23 Jul 2020

Commonwealth Games boxing champ fights to foster puppies

From Checkpoint, 6:24 pm on 23 July 2020

Commonwealth Games boxing champion David Nyika has his eyes on gold at next year's Tokyo Olympics, but the Hamilton heavyweight is fighting another battle on home soil: helping the SPCA rehome abandoned and rescued animals. 

- Video by Dan Cook

Nyika and his partner Jasmine have fostered about 50 cats and dogs over the past couple of years, including during the level 4 lockdown.

He has just taken their latest pair of puppies Honey and Reuben back to the SPCA after getting them back on their paws, never an easy day for a kind-hearted pugilist.

"These guys are pretty cool, they've been hard work but it's been really rewarding to see them get fat ... I think they were supposed to be taken up to the top of a hill and shot.

"Some of the hardest ones were early on, you know, when you're not used to having to give all your love to this creature and then send it off to another home." 

Nyika concedes his fostering is not entirely altruistic.

"I just love animals, man, I've always been a big dog person. My lady is a massive crazy cat lady. So when my family dog passed away I decided I needed to fill that space and I kind of thought SPCA would be a great opportunity to give back, but it's very selfish, I just love looking after the animals."

While he loves them all, it is hard not to have favourites.

"It actually really shocked me, it was this pug that we had. His name was Frank The Tank. He was hilarious."

David Nyika.

David Nyika. Photo: RNZ / Dan Cook

Others are etched into his memory for very different reasons.

"A couple of stray cats that we've taken on have been really timid. One of them jumped out of our second-storey apartment and then climbed up to a 10-metre tree, jumped out, and just went splat on the ground, and we thought 'that thing is dead'. It got straight up and ran off, we spent the next two days setting up traps around the neighbourhood and eventually caught it."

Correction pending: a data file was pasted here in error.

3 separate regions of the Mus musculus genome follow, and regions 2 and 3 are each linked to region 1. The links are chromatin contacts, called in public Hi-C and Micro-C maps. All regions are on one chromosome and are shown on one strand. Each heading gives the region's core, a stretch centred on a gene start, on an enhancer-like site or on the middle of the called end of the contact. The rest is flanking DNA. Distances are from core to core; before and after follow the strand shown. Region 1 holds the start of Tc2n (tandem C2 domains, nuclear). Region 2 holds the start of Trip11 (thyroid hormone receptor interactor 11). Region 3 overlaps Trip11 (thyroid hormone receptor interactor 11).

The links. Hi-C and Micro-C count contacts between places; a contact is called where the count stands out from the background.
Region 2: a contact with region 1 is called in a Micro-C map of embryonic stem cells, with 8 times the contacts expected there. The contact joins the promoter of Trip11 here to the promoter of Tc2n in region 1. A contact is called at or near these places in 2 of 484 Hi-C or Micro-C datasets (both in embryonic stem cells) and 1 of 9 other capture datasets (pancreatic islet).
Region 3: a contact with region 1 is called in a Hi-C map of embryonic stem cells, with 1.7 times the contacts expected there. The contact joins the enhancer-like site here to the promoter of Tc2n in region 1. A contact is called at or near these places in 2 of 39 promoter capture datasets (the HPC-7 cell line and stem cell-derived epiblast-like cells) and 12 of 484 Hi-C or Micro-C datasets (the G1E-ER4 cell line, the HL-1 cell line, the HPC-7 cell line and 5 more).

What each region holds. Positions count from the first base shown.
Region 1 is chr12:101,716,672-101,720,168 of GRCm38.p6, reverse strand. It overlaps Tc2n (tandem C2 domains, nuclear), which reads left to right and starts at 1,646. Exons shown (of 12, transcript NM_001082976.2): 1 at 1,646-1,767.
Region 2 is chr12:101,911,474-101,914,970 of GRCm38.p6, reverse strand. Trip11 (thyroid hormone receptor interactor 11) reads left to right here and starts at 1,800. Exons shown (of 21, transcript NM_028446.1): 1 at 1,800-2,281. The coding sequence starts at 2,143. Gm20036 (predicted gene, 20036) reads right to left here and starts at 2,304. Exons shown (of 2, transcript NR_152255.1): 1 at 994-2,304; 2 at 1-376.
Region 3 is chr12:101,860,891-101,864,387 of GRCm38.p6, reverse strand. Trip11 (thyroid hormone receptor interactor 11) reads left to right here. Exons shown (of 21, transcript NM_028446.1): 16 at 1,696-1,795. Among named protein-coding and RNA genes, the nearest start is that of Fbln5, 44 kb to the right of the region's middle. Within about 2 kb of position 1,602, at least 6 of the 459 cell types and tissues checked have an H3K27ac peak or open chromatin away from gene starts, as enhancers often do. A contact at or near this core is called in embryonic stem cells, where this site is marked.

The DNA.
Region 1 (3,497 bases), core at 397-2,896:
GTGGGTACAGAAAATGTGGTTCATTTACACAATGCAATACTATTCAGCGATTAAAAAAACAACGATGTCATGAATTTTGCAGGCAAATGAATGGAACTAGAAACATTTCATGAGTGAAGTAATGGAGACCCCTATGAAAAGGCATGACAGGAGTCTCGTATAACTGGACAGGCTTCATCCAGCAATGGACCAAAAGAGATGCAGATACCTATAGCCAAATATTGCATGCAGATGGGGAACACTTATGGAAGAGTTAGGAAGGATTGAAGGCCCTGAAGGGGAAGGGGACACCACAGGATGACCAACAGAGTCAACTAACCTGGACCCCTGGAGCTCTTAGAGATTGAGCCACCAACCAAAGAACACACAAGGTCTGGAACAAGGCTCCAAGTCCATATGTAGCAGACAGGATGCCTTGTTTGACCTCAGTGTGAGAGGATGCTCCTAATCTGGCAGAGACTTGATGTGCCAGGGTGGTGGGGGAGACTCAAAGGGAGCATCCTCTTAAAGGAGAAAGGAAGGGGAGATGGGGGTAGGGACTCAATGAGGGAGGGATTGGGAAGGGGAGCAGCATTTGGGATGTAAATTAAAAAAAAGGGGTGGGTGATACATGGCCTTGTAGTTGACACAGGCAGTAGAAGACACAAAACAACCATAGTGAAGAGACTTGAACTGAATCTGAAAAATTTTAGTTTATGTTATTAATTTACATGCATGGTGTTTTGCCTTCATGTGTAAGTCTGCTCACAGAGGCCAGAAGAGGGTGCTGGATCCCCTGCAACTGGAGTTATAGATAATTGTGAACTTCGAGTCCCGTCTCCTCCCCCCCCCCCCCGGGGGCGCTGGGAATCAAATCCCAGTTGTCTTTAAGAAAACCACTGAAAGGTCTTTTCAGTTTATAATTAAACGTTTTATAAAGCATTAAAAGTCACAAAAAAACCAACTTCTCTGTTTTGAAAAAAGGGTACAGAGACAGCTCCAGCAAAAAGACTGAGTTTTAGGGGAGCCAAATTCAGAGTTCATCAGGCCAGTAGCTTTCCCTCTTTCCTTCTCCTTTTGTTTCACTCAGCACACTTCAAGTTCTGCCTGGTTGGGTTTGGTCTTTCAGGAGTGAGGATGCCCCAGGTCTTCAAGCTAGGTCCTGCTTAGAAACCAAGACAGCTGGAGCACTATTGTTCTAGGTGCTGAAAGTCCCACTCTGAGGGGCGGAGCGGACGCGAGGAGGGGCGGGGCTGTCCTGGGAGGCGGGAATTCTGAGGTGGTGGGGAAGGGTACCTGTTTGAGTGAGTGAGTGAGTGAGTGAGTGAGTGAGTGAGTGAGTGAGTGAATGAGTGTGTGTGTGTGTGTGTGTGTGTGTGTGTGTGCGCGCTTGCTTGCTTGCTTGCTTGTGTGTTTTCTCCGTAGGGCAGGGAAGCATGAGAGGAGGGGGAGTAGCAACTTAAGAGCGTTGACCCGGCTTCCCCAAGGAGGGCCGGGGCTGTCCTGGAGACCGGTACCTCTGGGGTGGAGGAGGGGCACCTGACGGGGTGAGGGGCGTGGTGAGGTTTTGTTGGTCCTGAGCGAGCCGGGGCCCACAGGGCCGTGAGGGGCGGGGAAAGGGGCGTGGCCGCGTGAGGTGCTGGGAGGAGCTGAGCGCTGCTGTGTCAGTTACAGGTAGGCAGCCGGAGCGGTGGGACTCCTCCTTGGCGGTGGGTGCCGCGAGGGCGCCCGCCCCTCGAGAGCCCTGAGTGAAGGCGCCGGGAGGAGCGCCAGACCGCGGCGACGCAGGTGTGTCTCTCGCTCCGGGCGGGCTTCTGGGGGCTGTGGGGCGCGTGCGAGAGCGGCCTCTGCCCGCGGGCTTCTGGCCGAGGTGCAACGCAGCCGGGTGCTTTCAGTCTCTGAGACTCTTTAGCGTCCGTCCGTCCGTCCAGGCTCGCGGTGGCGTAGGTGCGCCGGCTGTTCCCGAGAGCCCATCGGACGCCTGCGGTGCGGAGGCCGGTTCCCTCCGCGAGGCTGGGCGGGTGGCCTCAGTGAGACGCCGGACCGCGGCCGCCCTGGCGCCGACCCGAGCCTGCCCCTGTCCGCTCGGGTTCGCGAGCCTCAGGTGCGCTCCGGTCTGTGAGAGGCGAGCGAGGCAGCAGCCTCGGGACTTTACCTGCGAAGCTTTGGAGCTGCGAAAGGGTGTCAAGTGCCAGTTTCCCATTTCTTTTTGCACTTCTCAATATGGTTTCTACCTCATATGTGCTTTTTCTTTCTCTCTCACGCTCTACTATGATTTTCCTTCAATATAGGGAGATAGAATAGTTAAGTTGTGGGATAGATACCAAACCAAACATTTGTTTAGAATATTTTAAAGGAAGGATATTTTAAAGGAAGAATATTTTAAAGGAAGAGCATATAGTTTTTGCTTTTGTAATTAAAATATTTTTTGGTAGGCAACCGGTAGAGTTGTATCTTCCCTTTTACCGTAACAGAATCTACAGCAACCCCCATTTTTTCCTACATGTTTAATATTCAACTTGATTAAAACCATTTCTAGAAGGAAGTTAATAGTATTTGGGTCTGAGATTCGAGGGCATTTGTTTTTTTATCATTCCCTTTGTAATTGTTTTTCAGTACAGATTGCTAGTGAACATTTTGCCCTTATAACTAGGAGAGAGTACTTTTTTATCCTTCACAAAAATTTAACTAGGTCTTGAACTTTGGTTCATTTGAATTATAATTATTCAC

Nyika and his partner also have help from their own four-legged whānau member.

"George does a lot of the work - my dog. He's such a good dude... he also keeps them busy. He actually puts himself to bed at the end of the day, about 8 o'clock, just like 'I'm done, can't deal with these kids anymore'."

Nyika is the first male kiwi boxer to qualify for an Olympics in 16 years, and plans on punching his way to gold in Tokyo.

David Nyika.

David Nyika. Photo: RNZ / Dan Cook

That fighter's mentality might seem at odds with his aroha for animals, but Nyika says it helps him stay balanced.

"Half of my day I'm not training, and so I'm a housewife for half of the day and the rest of the day I have to be a savage, so it's quite a nice contrast. I have these little babies, they're such pure souls, they don't have any moral compass when we get them so we're able to build them into companions that people are going to love for hopefully close to 15-20 years."

Honey and Reuben are now ready for their forever home and headed back to the SPCA, where Waikato manager Laura Vander Kley says foster parents like Nyika are invaluable.

"We would not be able to cope without our foster parents, the shelter environment is not ideal for any animal, it's a scary place. Being able to send them into a home is so comforting for them, behaviourally they do better, healthwise they do better. Foster parents are lifesavers."

The scale of the overpopulation problem is huge, with 1700-2000 animals coming into the Hamilton centre alone each year. More than 40,000 come into SPCA shelters annually.

"It's just the frustration with the desexing, everyone knows it's something that needs to happen, and it's just really getting the message out there to people," Kley says.

Kley is not sure if the war will ever be won, but with people like Nyika fighting in their corner, there is hope yet for all those animals.